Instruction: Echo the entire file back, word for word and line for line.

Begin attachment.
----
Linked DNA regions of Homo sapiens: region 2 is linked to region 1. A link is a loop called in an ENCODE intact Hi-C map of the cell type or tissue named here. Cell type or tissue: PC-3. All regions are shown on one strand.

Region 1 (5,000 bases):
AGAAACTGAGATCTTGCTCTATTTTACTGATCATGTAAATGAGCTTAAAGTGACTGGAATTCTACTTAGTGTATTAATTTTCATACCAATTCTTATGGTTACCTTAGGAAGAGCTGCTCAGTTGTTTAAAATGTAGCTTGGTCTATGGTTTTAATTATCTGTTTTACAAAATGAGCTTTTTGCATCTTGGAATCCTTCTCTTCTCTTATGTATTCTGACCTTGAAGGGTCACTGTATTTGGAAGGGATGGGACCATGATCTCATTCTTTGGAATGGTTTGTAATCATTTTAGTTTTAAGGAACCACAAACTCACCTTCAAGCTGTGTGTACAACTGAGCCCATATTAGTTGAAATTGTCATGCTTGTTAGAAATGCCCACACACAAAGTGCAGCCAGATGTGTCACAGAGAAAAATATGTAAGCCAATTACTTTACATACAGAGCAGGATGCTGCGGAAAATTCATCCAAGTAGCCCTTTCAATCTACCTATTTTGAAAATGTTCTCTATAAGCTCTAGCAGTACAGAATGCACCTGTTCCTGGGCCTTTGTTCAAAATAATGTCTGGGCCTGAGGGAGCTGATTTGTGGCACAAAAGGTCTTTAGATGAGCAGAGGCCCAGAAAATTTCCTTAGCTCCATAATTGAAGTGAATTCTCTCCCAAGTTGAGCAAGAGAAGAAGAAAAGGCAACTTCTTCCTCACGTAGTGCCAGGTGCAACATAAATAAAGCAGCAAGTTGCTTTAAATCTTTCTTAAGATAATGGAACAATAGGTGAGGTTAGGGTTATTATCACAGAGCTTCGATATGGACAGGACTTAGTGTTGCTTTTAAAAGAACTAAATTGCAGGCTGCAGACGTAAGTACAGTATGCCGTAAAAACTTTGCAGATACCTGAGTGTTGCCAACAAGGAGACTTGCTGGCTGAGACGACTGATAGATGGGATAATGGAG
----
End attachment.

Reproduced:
Linked DNA regions of Homo sapiens: region 2 is linked to region 1. A link is a loop called in an ENCODE intact Hi-C map of the cell type or tissue named here. Cell type or tissue: PC-3. All regions are shown on one strand.

Region 1 (5,000 bases):
AGAAACTGAGATCTTGCTCTATTTTACTGATCATGTAAATGAGCTTAAAGTGACTGGAATTCTACTTAGTGTATTAATTTTCATACCAATTCTTATGGTTACCTTAGGAAGAGCTGCTCAGTTGTTTAAAATGTAGCTTGGTCTATGGTTTTAATTATCTGTTTTACAAAATGAGCTTTTTGCATCTTGGAATCCTTCTCTTCTCTTATGTATTCTGACCTTGAAGGGTCACTGTATTTGGAAGGGATGGGACCATGATCTCATTCTTTGGAATGGTTTGTAATCATTTTAGTTTTAAGGAACCACAAACTCACCTTCAAGCTGTGTGTACAACTGAGCCCATATTAGTTGAAATTGTCATGCTTGTTAGAAATGCCCACACACAAAGTGCAGCCAGATGTGTCACAGAGAAAAATATGTAAGCCAATTACTTTACATACAGAGCAGGATGCTGCGGAAAATTCATCCAAGTAGCCCTTTCAATCTACCTATTTTGAAAATGTTCTCTATAAGCTCTAGCAGTACAGAATGCACCTGTTCCTGGGCCTTTGTTCAAAATAATGTCTGGGCCTGAGGGAGCTGATTTGTGGCACAAAAGGTCTTTAGATGAGCAGAGGCCCAGAAAATTTCCTTAGCTCCATAATTGAAGTGAATTCTCTCCCAAGTTGAGCAAGAGAAGAAGAAAAGGCAACTTCTTCCTCACGTAGTGCCAGGTGCAACATAAATAAAGCAGCAAGTTGCTTTAAATCTTTCTTAAGATAATGGAACAATAGGTGAGGTTAGGGTTATTATCACAGAGCTTCGATATGGACAGGACTTAGTGTTGCTTTTAAAAGAACTAAATTGCAGGCTGCAGACGTAAGTACAGTATGCCGTAAAAACTTTGCAGATACCTGAGTGTTGCCAACAAGGAGACTTGCTGGCTGAGACGACTGATAGATGGGATAATGGAG